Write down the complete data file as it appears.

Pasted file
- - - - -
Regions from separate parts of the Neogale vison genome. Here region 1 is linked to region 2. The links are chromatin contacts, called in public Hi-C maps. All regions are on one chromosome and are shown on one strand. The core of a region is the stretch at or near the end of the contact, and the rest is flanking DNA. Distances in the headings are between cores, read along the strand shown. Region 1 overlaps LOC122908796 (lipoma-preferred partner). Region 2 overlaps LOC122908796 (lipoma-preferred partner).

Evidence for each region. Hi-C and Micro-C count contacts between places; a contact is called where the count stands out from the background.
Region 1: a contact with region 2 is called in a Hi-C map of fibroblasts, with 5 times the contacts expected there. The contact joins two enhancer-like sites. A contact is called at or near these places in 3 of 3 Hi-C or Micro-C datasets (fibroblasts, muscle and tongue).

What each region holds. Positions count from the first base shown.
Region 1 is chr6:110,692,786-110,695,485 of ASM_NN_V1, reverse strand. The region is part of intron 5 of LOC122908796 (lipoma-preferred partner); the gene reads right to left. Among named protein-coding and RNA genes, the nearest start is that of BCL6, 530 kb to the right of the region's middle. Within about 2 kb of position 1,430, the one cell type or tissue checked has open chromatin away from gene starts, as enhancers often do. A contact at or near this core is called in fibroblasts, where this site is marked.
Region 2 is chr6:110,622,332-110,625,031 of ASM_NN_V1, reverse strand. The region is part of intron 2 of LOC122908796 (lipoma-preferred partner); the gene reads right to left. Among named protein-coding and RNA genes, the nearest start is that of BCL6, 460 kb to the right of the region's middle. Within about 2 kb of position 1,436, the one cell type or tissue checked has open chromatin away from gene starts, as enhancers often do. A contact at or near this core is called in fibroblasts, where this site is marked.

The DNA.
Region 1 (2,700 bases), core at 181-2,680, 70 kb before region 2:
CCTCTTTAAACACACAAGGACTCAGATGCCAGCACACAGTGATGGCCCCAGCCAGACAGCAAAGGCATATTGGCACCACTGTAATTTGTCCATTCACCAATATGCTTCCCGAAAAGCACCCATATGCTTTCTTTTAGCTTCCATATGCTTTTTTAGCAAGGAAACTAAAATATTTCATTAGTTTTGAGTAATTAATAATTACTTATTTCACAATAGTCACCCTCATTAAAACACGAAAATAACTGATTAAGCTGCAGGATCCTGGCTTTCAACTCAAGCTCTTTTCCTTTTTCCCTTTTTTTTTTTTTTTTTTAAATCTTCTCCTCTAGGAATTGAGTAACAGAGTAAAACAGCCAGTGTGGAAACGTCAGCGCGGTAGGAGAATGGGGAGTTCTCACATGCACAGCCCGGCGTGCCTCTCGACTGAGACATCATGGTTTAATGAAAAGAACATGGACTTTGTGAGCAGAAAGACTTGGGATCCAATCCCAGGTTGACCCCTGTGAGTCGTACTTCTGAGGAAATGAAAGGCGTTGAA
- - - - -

Regions from separate parts of the Neogale vison genome. Here region 1 is linked to region 2. The links are chromatin contacts, called in public Hi-C maps. All regions are on one chromosome and are shown on one strand. The core of a region is the stretch at or near the end of the contact, and the rest is flanking DNA. Distances in the headings are between cores, read along the strand shown. Region 1 overlaps LOC122908796 (lipoma-preferred partner). Region 2 overlaps LOC122908796 (lipoma-preferred partner).

Evidence for each region. Hi-C and Micro-C count contacts between places; a contact is called where the count stands out from the background.
Region 1: a contact with region 2 is called in a Hi-C map of fibroblasts, with 5 times the contacts expected there. The contact joins two enhancer-like sites. A contact is called at or near these places in 3 of 3 Hi-C or Micro-C datasets (fibroblasts, muscle and tongue).

What each region holds. Positions count from the first base shown.
Region 1 is chr6:110,692,786-110,695,485 of ASM_NN_V1, reverse strand. The region is part of intron 5 of LOC122908796 (lipoma-preferred partner); the gene reads right to left. Among named protein-coding and RNA genes, the nearest start is that of BCL6, 530 kb to the right of the region's middle. Within about 2 kb of position 1,430, the one cell type or tissue checked has open chromatin away from gene starts, as enhancers often do. A contact at or near this core is called in fibroblasts, where this site is marked.
Region 2 is chr6:110,622,332-110,625,031 of ASM_NN_V1, reverse strand. The region is part of intron 2 of LOC122908796 (lipoma-preferred partner); the gene reads right to left. Among named protein-coding and RNA genes, the nearest start is that of BCL6, 460 kb to the right of the region's middle. Within about 2 kb of position 1,436, the one cell type or tissue checked has open chromatin away from gene starts, as enhancers often do. A contact at or near this core is called in fibroblasts, where this site is marked.

The DNA.
Region 1 (2,700 bases), core at 181-2,680, 70 kb before region 2:
CCTCTTTAAACACACAAGGACTCAGATGCCAGCACACAGTGATGGCCCCAGCCAGACAGCAAAGGCATATTGGCACCACTGTAATTTGTCCATTCACCAATATGCTTCCCGAAAAGCACCCATATGCTTTCTTTTAGCTTCCATATGCTTTTTTAGCAAGGAAACTAAAATATTTCATTAGTTTTGAGTAATTAATAATTACTTATTTCACAATAGTCACCCTCATTAAAACACGAAAATAACTGATTAAGCTGCAGGATCCTGGCTTTCAACTCAAGCTCTTTTCCTTTTTCCCTTTTTTTTTTTTTTTTTTAAATCTTCTCCTCTAGGAATTGAGTAACAGAGTAAAACAGCCAGTGTGGAAACGTCAGCGCGGTAGGAGAATGGGGAGTTCTCACATGCACAGCCCGGCGTGCCTCTCGACTGAGACATCATGGTTTAATGAAAAGAACATGGACTTTGTGAGCAGAAAGACTTGGGATCCAATCCCAGGTTGACCCCTGTGAGTCGTACTTCTGAGGAAATGAAAGGCGTTGAA